The students have vowed to continue their struggle until the government backs down.

Those marching voiced a variety of complaints about the new labor law. "This contract is like living beneath a guillotine," said Charlotte Billaud, 21, a political science student in the third year of her five-year program at the Sorbonne. "When you can be fired without reason, you do not dare criticize your boss or join a union."

In addition to members of the largest French unions, professors and retirees took part in the protests. "I teach students so they can have a future, but I am also here for myself," said Jean Albert, 55, a professor of dramatic arts at Nanterre University. "These employment terms are the first breach of the social contract protecting employees."

If there is a historical resonance, it is not with 1968 as much as with 1994, when the prime minister at the time, Édouard Balladur, clashed with students over a minimum wage law.

Then, like now, there were street demonstrations throughout France, tear gas, damage to property, injuries, accusations that the measure was discriminatory.

Politics played a role. Mr. Balladur, like Mr. de Villepin today, had his eyes on the presidency, and he chose to back down on the law. Weakened, he was eliminated in the first round of the 1995 election.

A cartoon of Mr. de Villepin this week in the left-leaning newspaper Libération showed him looking in the mirror and seeing the face of Mr. Balladur.

 video report

 http://www.nytimes.com/2006/03/16/i...



Leave a comment
Print this article





Public Apology to Women of the World from The American Republic (Hypatia of Alex
Monday 31 - 15:21
by Willam Morgan
YES, THERE WILL BE ELECTION FRAUD, AND ON A GRAND SCALE
Sunday 23 - 18:32
by JOHN CHUCKMAN
Hillary Clinton will be first female President 2017
Monday 10 - 17:21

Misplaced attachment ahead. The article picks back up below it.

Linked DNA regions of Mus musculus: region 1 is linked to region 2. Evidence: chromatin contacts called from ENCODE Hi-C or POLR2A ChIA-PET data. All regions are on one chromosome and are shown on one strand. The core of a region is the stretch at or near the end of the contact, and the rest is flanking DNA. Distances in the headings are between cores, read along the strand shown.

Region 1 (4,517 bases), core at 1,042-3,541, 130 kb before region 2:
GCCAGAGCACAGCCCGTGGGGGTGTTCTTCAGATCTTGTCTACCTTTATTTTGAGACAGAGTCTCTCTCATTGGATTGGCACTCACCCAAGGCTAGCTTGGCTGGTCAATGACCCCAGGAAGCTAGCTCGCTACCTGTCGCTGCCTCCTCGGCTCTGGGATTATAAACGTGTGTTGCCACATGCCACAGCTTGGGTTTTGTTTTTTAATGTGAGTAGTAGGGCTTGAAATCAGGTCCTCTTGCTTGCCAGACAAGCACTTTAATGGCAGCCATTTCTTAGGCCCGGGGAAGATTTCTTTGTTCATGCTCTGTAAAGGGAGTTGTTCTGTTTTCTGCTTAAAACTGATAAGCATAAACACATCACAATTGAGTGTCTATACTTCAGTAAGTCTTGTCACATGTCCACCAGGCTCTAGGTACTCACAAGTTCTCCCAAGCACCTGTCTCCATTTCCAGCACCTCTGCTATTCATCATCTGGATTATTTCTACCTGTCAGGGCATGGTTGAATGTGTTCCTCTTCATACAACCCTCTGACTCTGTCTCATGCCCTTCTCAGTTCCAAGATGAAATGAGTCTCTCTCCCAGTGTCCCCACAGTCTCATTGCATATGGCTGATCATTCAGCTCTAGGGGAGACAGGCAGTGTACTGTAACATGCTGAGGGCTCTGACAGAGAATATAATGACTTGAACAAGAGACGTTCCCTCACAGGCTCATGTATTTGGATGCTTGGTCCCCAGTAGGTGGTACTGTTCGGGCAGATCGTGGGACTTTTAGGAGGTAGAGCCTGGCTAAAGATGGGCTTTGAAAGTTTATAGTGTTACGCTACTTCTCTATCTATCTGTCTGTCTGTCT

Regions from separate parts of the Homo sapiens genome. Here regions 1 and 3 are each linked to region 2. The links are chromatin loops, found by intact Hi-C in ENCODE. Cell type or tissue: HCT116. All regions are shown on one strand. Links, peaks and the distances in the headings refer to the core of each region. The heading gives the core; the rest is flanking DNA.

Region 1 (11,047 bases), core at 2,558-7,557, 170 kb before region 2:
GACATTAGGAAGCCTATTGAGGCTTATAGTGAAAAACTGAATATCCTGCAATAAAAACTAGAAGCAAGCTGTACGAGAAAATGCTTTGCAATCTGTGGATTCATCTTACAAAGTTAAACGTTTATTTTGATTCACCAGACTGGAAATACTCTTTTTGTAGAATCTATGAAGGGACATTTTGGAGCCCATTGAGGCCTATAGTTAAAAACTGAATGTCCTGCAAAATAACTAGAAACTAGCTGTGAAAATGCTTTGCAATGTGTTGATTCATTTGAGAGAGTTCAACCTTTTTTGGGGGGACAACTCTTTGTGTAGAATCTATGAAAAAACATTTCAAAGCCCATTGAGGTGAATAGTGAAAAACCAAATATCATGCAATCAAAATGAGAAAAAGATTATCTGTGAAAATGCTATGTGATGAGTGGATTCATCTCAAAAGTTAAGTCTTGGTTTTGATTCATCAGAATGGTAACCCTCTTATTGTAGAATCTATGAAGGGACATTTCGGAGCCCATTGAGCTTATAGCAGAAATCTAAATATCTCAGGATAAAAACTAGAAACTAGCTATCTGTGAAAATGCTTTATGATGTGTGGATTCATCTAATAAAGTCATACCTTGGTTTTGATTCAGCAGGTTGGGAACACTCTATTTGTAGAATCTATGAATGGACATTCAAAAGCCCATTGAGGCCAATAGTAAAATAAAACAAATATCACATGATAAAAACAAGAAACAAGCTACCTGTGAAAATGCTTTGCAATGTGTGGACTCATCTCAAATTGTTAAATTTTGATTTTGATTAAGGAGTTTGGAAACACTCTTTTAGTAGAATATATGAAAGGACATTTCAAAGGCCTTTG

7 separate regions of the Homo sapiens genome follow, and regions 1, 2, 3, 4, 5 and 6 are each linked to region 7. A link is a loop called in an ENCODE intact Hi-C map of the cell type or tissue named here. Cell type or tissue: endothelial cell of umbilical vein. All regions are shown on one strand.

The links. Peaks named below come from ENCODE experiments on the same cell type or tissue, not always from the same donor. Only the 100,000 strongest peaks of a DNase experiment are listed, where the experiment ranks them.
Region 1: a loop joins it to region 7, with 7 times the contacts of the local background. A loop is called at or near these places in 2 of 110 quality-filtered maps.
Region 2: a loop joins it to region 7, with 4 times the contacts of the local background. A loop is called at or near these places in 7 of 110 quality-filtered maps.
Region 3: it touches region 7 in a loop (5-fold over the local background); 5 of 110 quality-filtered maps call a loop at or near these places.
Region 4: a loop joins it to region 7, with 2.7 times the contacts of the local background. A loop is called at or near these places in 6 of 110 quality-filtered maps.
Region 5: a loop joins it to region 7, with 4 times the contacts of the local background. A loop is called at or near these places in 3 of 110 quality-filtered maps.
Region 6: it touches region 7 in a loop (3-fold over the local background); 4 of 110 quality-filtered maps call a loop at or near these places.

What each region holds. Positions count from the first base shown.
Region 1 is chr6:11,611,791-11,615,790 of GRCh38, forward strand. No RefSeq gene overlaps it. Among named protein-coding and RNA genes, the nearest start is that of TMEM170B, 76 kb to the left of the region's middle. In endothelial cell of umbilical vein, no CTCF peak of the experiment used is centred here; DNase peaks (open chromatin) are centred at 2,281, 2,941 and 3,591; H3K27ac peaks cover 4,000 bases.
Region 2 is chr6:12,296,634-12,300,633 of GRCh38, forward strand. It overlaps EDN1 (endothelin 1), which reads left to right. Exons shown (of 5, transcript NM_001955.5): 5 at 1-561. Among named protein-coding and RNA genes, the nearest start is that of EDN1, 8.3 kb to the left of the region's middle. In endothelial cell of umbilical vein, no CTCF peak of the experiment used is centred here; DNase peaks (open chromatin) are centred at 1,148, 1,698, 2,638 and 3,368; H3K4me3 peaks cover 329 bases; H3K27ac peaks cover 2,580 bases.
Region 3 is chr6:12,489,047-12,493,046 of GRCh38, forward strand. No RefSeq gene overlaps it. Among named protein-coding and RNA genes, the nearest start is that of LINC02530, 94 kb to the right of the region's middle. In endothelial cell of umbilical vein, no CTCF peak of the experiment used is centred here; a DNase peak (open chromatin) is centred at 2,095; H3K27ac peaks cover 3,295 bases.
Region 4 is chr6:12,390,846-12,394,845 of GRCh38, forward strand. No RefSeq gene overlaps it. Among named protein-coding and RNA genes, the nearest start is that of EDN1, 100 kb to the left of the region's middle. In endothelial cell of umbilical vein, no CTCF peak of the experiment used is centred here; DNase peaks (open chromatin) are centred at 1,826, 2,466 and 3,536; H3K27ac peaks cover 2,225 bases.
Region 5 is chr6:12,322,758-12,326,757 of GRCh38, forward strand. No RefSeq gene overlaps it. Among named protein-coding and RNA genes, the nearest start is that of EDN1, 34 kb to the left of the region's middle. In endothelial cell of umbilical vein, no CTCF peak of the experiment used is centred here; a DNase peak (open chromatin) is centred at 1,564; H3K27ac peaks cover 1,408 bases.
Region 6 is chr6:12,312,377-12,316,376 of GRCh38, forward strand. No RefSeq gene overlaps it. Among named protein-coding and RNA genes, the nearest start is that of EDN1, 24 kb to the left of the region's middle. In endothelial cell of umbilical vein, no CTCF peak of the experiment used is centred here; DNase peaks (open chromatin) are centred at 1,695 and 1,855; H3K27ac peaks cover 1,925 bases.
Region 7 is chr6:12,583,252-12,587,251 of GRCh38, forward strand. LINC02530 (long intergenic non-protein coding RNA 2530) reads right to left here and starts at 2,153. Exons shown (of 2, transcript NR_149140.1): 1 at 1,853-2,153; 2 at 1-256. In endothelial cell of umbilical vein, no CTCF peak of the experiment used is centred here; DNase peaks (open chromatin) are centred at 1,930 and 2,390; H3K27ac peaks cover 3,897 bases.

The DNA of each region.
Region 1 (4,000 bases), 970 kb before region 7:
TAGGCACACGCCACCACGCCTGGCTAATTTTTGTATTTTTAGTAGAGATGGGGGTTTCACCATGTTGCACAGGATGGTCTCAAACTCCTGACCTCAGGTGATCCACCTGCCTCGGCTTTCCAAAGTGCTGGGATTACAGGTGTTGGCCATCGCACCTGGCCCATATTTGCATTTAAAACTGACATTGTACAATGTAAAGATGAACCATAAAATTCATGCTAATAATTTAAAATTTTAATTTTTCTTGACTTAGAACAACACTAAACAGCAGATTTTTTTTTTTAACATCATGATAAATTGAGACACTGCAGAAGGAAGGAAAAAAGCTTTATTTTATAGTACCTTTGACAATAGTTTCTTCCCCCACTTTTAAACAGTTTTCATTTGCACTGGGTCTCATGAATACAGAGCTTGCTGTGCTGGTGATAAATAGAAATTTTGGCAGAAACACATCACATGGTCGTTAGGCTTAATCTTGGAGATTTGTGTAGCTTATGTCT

by Willam Morgan
Police Shootings: Law, Policy, and Accountability
Thursday 6 - 14:22
by William John Cox
AMERICA DESERVES BETTER, BUT EVEN MORE IMPORTANTLY, THE WORLD DESERVES BETTER
Thursday 29 - 18:02
by JOHN CHUCKMAN
Back to School for Fascist Dupont-Aignan
Thursday 15 - 11:32
by Nouveau Comité de Vigilance des Intellectuels Antifascistes
The Presidency: Character Matters
Friday 9 - 15:06
by William John Cox
WHY HILLARY IS THE PERFECT PERSON TO SECURE OBAMA’S LEGACY
Tuesday 30 - 18:08
by JOHN CHUCKMAN
Remake of Ben Hur in 2020 planned by new motion picture studio
Friday 26 - 15:50
by Wallace
THE CASE FOR DONALD TRUMP
Monday 22 - 19:32
by JOHN CHUCKMAN
THE CONSTITUTION OF THE UNITED STATES IS DEAD
Thursday 11 - 06:42
by David R. Hoffman, Legal Editor of Pravda.Ru
DONALD TRUMP AND THE GENIUS OF IDIOCY
Friday 5 - 00:47
by David R. Hoffman, Legal Editor of Pravda.Ru
FOOLING MOST OF THE PEOPLE MOST OF THE TIME IS WHAT AMERICAN POLITICS ARE ABOUT,
Friday 29 - 18:13
by JOHN CHUCKMAN
A message of your fellow striking workers from France
Tuesday 12 - 20:49
by Info’Com-CGT
The Right to Vote, Effectively
Friday 8 - 22:20
by William John Cox
Fourth of July Lies
Sunday 3 - 19:41
by June C. Terpstra
Who Should Make Political Policy, the People or the Politicians?
Friday 24 - 15:14
by William John Cox
Hollow Women of the Hegemon Part II: Atrocity Enabling Harpies
Tuesday 21 - 18:49
by Dr. June Terpstra
The American Republic Manifestum book is being made into a Movie
Saturday 11 - 15:54
by William Morgan
Write-in Voting and Political Protest
Wednesday 1 - 15:05
by William John Cox
Yves Bouvier art battle plays out in online and social media arena